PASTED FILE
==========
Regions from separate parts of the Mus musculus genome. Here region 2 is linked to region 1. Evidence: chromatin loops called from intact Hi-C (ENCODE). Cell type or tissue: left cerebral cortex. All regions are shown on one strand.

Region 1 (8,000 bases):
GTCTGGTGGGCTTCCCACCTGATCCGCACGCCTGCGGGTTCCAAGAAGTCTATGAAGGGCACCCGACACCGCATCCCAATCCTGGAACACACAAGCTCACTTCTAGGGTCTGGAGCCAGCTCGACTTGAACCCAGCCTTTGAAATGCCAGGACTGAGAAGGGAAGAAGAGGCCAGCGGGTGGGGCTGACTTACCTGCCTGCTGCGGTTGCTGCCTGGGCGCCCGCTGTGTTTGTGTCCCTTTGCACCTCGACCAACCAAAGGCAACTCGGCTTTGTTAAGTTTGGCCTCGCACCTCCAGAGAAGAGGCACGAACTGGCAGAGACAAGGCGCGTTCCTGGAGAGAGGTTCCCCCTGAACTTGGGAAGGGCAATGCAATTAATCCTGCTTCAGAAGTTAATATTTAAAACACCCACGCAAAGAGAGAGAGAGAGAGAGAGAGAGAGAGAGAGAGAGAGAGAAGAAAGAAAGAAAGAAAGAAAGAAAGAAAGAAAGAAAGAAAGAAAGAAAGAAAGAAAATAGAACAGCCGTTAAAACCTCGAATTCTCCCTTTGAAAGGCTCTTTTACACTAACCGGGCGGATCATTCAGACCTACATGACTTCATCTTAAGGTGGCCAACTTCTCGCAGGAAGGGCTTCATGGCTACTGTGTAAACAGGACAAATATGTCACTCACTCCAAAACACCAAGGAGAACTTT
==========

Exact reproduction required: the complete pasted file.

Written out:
Regions from separate parts of the Mus musculus genome. Here region 2 is linked to region 1. Evidence: chromatin loops called from intact Hi-C (ENCODE). Cell type or tissue: left cerebral cortex. All regions are shown on one strand.

Region 1 (8,000 bases):
GTCTGGTGGGCTTCCCACCTGATCCGCACGCCTGCGGGTTCCAAGAAGTCTATGAAGGGCACCCGACACCGCATCCCAATCCTGGAACACACAAGCTCACTTCTAGGGTCTGGAGCCAGCTCGACTTGAACCCAGCCTTTGAAATGCCAGGACTGAGAAGGGAAGAAGAGGCCAGCGGGTGGGGCTGACTTACCTGCCTGCTGCGGTTGCTGCCTGGGCGCCCGCTGTGTTTGTGTCCCTTTGCACCTCGACCAACCAAAGGCAACTCGGCTTTGTTAAGTTTGGCCTCGCACCTCCAGAGAAGAGGCACGAACTGGCAGAGACAAGGCGCGTTCCTGGAGAGAGGTTCCCCCTGAACTTGGGAAGGGCAATGCAATTAATCCTGCTTCAGAAGTTAATATTTAAAACACCCACGCAAAGAGAGAGAGAGAGAGAGAGAGAGAGAGAGAGAGAGAGAGAAGAAAGAAAGAAAGAAAGAAAGAAAGAAAGAAAGAAAGAAAGAAAGAAAGAAAGAAAATAGAACAGCCGTTAAAACCTCGAATTCTCCCTTTGAAAGGCTCTTTTACACTAACCGGGCGGATCATTCAGACCTACATGACTTCATCTTAAGGTGGCCAACTTCTCGCAGGAAGGGCTTCATGGCTACTGTGTAAACAGGACAAATATGTCACTCACTCCAAAACACCAAGGAGAACTTT